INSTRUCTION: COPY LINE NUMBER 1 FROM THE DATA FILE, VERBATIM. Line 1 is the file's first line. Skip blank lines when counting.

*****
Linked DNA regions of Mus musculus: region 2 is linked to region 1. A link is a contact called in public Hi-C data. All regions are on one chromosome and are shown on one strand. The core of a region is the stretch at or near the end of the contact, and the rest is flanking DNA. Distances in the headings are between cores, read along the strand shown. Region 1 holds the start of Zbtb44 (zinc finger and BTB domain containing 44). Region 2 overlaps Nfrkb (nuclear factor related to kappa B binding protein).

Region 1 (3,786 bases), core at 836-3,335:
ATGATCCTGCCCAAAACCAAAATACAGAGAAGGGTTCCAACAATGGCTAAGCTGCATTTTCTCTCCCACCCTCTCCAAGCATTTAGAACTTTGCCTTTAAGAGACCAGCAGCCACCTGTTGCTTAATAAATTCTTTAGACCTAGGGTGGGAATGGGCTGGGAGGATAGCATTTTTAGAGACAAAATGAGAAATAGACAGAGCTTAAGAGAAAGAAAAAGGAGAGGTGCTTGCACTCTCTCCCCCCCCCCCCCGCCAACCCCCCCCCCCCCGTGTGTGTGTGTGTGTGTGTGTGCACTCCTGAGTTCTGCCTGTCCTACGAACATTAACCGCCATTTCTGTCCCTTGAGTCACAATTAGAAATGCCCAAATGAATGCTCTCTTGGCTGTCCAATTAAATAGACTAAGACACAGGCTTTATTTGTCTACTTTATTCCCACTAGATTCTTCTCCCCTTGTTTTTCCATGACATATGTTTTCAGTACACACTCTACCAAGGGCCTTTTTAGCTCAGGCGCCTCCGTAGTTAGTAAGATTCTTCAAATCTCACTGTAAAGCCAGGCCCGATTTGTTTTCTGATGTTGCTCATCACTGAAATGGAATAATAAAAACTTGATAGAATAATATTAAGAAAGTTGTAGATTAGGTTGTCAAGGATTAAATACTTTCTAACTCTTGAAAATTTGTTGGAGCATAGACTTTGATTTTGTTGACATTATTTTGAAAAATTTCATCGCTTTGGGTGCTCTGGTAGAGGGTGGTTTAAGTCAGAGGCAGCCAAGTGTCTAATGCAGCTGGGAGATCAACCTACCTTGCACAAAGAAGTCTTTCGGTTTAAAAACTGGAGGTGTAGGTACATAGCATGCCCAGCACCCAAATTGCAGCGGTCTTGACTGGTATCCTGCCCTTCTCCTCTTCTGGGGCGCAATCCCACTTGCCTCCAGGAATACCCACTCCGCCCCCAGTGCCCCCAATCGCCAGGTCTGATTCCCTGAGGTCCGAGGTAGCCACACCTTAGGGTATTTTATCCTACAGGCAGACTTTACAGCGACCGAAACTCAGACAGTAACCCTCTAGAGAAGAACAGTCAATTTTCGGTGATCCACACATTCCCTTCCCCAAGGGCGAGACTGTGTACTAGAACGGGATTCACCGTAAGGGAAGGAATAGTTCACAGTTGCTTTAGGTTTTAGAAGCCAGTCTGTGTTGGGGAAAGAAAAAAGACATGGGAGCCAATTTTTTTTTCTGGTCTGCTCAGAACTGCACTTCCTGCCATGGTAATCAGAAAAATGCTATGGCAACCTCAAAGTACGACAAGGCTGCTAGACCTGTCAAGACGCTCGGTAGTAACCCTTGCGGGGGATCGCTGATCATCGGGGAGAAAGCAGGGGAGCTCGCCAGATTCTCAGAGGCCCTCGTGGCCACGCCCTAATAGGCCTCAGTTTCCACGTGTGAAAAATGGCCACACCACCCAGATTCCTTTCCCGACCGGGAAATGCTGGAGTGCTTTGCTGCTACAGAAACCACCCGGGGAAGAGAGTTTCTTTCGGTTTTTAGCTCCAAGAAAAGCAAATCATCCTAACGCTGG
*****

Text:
Linked DNA regions of Mus musculus: region 2 is linked to region 1. A link is a contact called in public Hi-C data. All regions are on one chromosome and are shown on one strand. The core of a region is the stretch at or near the end of the contact, and the rest is flanking DNA. Distances in the headings are between cores, read along the strand shown. Region 1 holds the start of Zbtb44 (zinc finger and BTB domain containing 44). Region 2 overlaps Nfrkb (nuclear factor related to kappa B binding protein).